What worked for Magic in February and what comes next | Analysis

Magic coach Jamahl Mosley has often pointed to his team’s overall growth throughout his third season at the helm that’s led to this year’s success.

On an individual level, Orlando All-Star forward Paolo Banchero has become more efficient (shooting 36.2% from 3-point range vs. 29.8% a year ago) and a stronger playmaker in his sophomore campaign (averaging 5.2 assists which is up from 3.7).

On a group level, the Magic are 19-6 against teams below .500 (whom they’re supposed to beat) compared to 15-16 against teams with a losing record during Banchero’s rookie season.

There are multiple indicators that show just how far the Magic have come this year but perhaps none is more impressive than what the team accomplished Thursday against the Jazz.

Orlando’s 8-point victory over Utah at Kia Center marked the team’s 34th win of the season and capped February with a 9-3 record.

The Magic (34-26) matched their win total from a season ago — with 22 games remaining.

“A group that understands exactly what we’re capable of doing but never satisfied, wanting to continue to grow and get better,” Mosley said Thursday when asked post-game what the 34-win mark represent.

“It says a lot about this coaching staff who put in so much work with these guys and for themselves to be able to help these guys reach the highest level of success that they can.”

A lot changed for the Magic in February after a dreadful January that saw them go 6-10, at one point dropping seven contests in a nine-game stretch.

What worked for Orlando in February?

The Magic shot the ball much better.

During 16 games the month prior, Orlando shot 45.8% from the field (36.4% from 3), which ranked 24th league-wide. During 12 contests in February, the Magic’s field goal percentage jumped to 50.4% (39.5% from 3), a mark that was 6th best.

It helped getting back veteran guard Gary Harris, who was unavailable Jan. 5-31 due to a right calf strain that forced him to miss 16 games. During 22.7 minutes in 10 games played in February, Harris shot 48.5% from 3-point range.

Beede’s Breakdown: How Magic overcame mistakes to beat Jazz in Banchero’s return

The Magic also had more success near the rim.

During February, Orlando averaged the ninth-most points in the paint (52.8). In January, the Magic averaged the fifth-fewest points the paint (45.0).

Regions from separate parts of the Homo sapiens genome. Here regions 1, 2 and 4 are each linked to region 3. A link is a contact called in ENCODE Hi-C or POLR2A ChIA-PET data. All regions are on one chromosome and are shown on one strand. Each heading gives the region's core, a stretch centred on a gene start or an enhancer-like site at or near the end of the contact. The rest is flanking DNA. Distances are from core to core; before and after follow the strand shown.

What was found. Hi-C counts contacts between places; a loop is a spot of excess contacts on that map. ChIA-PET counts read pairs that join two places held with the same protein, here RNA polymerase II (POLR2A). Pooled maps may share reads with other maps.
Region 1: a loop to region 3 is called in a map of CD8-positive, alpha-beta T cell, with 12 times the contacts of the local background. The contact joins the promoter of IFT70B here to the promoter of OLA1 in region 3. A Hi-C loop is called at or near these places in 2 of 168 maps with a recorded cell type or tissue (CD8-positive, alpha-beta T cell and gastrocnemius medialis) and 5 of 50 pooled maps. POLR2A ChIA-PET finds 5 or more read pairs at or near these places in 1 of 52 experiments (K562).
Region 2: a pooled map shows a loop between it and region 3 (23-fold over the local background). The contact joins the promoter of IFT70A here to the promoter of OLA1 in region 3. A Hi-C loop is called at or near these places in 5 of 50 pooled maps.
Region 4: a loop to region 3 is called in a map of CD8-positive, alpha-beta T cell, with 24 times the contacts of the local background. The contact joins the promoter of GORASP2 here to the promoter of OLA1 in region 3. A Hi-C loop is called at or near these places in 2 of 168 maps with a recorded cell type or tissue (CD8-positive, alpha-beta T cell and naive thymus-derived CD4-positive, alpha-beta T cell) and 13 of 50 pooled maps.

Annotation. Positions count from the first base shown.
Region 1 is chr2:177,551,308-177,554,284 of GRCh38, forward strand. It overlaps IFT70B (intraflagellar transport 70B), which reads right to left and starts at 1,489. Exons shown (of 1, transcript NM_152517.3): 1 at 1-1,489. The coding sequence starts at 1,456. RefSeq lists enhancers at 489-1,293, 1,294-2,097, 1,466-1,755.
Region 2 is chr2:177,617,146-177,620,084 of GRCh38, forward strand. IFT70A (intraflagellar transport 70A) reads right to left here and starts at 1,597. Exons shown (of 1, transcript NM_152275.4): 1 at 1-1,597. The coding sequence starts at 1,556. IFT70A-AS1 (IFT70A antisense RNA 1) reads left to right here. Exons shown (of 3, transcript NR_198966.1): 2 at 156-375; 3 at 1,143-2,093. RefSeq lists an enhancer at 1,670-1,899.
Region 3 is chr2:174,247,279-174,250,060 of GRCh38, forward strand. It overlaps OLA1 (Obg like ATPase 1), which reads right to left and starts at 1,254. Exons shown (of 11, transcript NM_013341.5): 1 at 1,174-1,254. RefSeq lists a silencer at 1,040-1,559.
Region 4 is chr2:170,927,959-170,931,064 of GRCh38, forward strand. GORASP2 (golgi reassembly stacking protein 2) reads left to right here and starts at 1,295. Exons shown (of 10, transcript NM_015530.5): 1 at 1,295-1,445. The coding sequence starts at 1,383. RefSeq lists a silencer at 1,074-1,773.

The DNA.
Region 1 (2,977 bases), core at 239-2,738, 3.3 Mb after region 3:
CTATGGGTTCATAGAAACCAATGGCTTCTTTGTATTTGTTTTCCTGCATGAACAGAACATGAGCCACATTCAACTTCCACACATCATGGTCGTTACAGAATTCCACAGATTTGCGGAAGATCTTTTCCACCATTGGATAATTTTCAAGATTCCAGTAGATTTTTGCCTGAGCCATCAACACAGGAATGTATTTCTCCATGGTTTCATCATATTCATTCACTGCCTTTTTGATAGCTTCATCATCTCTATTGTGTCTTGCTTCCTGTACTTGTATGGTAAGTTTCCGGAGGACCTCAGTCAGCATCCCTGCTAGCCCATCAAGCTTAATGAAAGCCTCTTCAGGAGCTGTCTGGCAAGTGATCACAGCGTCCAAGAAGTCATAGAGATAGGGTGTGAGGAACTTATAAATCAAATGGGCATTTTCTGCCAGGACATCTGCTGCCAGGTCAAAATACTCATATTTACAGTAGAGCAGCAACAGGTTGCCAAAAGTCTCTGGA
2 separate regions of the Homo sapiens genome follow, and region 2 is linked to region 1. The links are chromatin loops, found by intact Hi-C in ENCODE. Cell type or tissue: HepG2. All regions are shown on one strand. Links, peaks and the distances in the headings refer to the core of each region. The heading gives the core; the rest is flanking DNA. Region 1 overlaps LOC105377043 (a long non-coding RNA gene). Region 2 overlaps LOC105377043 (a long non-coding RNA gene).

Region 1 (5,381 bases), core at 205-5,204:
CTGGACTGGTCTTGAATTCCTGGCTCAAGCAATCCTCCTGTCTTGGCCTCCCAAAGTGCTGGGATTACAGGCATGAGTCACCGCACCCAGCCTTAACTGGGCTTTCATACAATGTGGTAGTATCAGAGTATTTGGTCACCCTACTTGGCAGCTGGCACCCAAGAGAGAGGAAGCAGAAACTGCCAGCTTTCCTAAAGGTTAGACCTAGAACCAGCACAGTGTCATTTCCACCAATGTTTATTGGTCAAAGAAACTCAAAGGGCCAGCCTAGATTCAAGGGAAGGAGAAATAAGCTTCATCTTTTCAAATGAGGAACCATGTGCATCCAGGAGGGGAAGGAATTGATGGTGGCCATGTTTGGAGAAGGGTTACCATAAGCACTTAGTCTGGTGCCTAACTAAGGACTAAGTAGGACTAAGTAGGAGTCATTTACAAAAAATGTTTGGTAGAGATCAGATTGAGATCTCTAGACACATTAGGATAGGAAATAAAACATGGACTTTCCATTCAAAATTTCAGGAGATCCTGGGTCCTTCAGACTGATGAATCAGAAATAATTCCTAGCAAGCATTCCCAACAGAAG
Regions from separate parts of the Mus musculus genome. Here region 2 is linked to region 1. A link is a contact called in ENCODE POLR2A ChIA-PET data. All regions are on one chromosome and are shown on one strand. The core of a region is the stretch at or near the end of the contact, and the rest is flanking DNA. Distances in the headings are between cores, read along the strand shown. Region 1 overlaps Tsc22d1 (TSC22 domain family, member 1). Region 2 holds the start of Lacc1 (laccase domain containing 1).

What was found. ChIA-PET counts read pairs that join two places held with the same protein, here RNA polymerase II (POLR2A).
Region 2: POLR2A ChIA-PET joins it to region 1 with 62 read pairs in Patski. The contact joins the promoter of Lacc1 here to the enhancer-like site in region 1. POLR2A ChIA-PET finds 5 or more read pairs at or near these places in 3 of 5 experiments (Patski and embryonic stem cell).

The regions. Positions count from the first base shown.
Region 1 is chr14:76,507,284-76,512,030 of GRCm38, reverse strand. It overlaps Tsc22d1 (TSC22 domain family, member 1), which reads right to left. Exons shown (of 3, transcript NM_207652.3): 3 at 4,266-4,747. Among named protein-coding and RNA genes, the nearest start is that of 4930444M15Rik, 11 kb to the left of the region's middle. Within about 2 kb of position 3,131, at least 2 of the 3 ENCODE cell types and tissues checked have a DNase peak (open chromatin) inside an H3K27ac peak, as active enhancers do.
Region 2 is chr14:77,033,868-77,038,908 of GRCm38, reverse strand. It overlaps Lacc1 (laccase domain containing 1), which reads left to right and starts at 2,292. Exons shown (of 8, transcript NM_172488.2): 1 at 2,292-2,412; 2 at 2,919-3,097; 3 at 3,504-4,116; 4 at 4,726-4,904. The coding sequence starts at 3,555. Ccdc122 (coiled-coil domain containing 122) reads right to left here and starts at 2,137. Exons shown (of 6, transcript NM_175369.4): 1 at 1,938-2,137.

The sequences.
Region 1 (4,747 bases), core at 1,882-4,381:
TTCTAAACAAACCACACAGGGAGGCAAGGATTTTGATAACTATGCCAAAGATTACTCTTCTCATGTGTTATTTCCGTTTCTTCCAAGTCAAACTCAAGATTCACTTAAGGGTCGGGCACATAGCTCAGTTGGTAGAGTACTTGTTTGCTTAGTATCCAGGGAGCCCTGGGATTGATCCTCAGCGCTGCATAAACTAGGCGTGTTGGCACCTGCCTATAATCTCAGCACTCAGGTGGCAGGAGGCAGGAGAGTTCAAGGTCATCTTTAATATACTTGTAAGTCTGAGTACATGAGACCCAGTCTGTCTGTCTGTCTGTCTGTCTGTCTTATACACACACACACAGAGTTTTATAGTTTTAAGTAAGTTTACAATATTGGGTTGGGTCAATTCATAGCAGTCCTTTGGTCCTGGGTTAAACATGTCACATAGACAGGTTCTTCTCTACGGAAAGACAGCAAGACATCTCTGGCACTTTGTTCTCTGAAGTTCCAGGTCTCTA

What still needs work?

The Magic are far from perfect and they’re the first to admit that — even after Thursday’s win against the Jazz (27-33).

Orlando committed 15 turnovers for 25 points and missed 10 free throws against a team that sits outside the top 10 in the West (a non-Play-In squad).

“There’s a standard,” Mosley said. “We talk about [how] we got away with a win but understanding we have to continue to hold ourselves to a higher standard. As we continue to grow and get better — which this team is because they recognize that — we’ll continue to get better throughout that.”

Despite a strong showing in February, the Magic still averaged 14.7 turnovers, which was tied for fifth-most. Orlando’s 75.2% free-throw percentage was the third-worst in the NBA.

What comes next in March?

Home games. And lots of them.

Ten of the Magic’s 14 games in March will be played inside Kia Center, where the team is 20-7 this season. (Orlando’s overall 20-8 home record includes a November “home” loss to Atlanta at Mexico City.)

The month starts Sunday (Bally Sports Florida, 6) against the Pistons (9-49), who sit second-to-last in the East.

While every game matters in a postseason race as clustered as the East, there are two crucial matchups against conference opponents this month: at New York on March 8 and vs. Indiana two days later.

Entering Friday’s games, the Magic sat sixth in the East, above the mark for the Play-In Tournament and in front of the seventh-seeded Pacers (34-26). Orlando is still one game back of the fourth-seeded Knicks (35-25).

If the Magic can rise to fourth in the East, it would mean home-court advantage in a first-round playoff series.

Continuing to do more of what worked in February, while improving upon what didn’t, will be key.

“We’ve gone through a lot together,” Magic guard Jalen Suggs said. “We’ve had to win games when we’re not making shots. We’ve had to win games relying on defense, and win games where we can’t get a stop but we do have shots falling from the outside.

“We’re able to win and adapt to however the game is going, and [Thursday] was another example of that.”

Email Jason Beede at or follow him on X, known as Twitter, at @therealBeede.